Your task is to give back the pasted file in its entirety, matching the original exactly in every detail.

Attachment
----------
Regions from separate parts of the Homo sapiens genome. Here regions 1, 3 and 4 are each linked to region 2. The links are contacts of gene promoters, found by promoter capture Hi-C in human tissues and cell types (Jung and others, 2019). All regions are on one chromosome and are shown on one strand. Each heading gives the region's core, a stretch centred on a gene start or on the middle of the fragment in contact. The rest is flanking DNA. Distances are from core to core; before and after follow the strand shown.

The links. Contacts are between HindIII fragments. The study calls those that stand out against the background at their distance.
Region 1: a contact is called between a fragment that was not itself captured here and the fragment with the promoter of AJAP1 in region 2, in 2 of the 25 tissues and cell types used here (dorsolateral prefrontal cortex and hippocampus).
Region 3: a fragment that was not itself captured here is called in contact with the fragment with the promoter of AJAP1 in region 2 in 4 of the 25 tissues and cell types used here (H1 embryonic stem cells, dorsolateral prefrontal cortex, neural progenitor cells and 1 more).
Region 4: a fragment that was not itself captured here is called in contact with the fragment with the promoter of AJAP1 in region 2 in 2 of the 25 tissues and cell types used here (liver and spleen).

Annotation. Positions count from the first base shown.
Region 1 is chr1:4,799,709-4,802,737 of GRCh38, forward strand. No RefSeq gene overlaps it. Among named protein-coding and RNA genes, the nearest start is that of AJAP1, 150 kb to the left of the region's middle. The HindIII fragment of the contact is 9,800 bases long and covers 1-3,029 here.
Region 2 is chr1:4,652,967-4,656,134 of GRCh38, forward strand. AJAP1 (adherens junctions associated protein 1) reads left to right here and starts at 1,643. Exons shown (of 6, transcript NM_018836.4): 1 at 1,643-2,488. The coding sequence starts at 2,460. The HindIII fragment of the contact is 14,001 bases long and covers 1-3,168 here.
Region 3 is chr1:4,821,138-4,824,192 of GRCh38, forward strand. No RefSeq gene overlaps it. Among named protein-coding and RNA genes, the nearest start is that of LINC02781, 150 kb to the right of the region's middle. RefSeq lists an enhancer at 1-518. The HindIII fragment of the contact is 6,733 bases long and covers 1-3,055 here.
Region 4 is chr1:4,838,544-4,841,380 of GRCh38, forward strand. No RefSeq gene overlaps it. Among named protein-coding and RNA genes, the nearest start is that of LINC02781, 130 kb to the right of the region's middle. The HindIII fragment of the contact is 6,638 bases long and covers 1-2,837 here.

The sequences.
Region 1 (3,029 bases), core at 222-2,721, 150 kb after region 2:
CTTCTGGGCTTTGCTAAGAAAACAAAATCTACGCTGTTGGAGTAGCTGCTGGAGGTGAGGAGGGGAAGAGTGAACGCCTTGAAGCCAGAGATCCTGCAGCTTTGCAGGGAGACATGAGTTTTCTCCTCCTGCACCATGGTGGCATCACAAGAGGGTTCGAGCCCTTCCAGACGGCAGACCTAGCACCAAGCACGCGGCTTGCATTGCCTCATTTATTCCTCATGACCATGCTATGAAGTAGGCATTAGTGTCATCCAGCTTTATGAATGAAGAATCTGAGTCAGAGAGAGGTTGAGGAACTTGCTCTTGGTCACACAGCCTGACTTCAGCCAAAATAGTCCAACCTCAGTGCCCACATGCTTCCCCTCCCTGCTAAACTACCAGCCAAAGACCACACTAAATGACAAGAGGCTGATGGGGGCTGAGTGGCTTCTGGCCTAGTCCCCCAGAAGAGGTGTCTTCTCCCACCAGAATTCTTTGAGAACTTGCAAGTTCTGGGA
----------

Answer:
Regions from separate parts of the Homo sapiens genome. Here regions 1, 3 and 4 are each linked to region 2. The links are contacts of gene promoters, found by promoter capture Hi-C in human tissues and cell types (Jung and others, 2019). All regions are on one chromosome and are shown on one strand. Each heading gives the region's core, a stretch centred on a gene start or on the middle of the fragment in contact. The rest is flanking DNA. Distances are from core to core; before and after follow the strand shown.

The links. Contacts are between HindIII fragments. The study calls those that stand out against the background at their distance.
Region 1: a contact is called between a fragment that was not itself captured here and the fragment with the promoter of AJAP1 in region 2, in 2 of the 25 tissues and cell types used here (dorsolateral prefrontal cortex and hippocampus).
Region 3: a fragment that was not itself captured here is called in contact with the fragment with the promoter of AJAP1 in region 2 in 4 of the 25 tissues and cell types used here (H1 embryonic stem cells, dorsolateral prefrontal cortex, neural progenitor cells and 1 more).
Region 4: a fragment that was not itself captured here is called in contact with the fragment with the promoter of AJAP1 in region 2 in 2 of the 25 tissues and cell types used here (liver and spleen).

Annotation. Positions count from the first base shown.
Region 1 is chr1:4,799,709-4,802,737 of GRCh38, forward strand. No RefSeq gene overlaps it. Among named protein-coding and RNA genes, the nearest start is that of AJAP1, 150 kb to the left of the region's middle. The HindIII fragment of the contact is 9,800 bases long and covers 1-3,029 here.
Region 2 is chr1:4,652,967-4,656,134 of GRCh38, forward strand. AJAP1 (adherens junctions associated protein 1) reads left to right here and starts at 1,643. Exons shown (of 6, transcript NM_018836.4): 1 at 1,643-2,488. The coding sequence starts at 2,460. The HindIII fragment of the contact is 14,001 bases long and covers 1-3,168 here.
Region 3 is chr1:4,821,138-4,824,192 of GRCh38, forward strand. No RefSeq gene overlaps it. Among named protein-coding and RNA genes, the nearest start is that of LINC02781, 150 kb to the right of the region's middle. RefSeq lists an enhancer at 1-518. The HindIII fragment of the contact is 6,733 bases long and covers 1-3,055 here.
Region 4 is chr1:4,838,544-4,841,380 of GRCh38, forward strand. No RefSeq gene overlaps it. Among named protein-coding and RNA genes, the nearest start is that of LINC02781, 130 kb to the right of the region's middle. The HindIII fragment of the contact is 6,638 bases long and covers 1-2,837 here.

The sequences.
Region 1 (3,029 bases), core at 222-2,721, 150 kb after region 2:
CTTCTGGGCTTTGCTAAGAAAACAAAATCTACGCTGTTGGAGTAGCTGCTGGAGGTGAGGAGGGGAAGAGTGAACGCCTTGAAGCCAGAGATCCTGCAGCTTTGCAGGGAGACATGAGTTTTCTCCTCCTGCACCATGGTGGCATCACAAGAGGGTTCGAGCCCTTCCAGACGGCAGACCTAGCACCAAGCACGCGGCTTGCATTGCCTCATTTATTCCTCATGACCATGCTATGAAGTAGGCATTAGTGTCATCCAGCTTTATGAATGAAGAATCTGAGTCAGAGAGAGGTTGAGGAACTTGCTCTTGGTCACACAGCCTGACTTCAGCCAAAATAGTCCAACCTCAGTGCCCACATGCTTCCCCTCCCTGCTAAACTACCAGCCAAAGACCACACTAAATGACAAGAGGCTGATGGGGGCTGAGTGGCTTCTGGCCTAGTCCCCCAGAAGAGGTGTCTTCTCCCACCAGAATTCTTTGAGAACTTGCAAGTTCTGGGA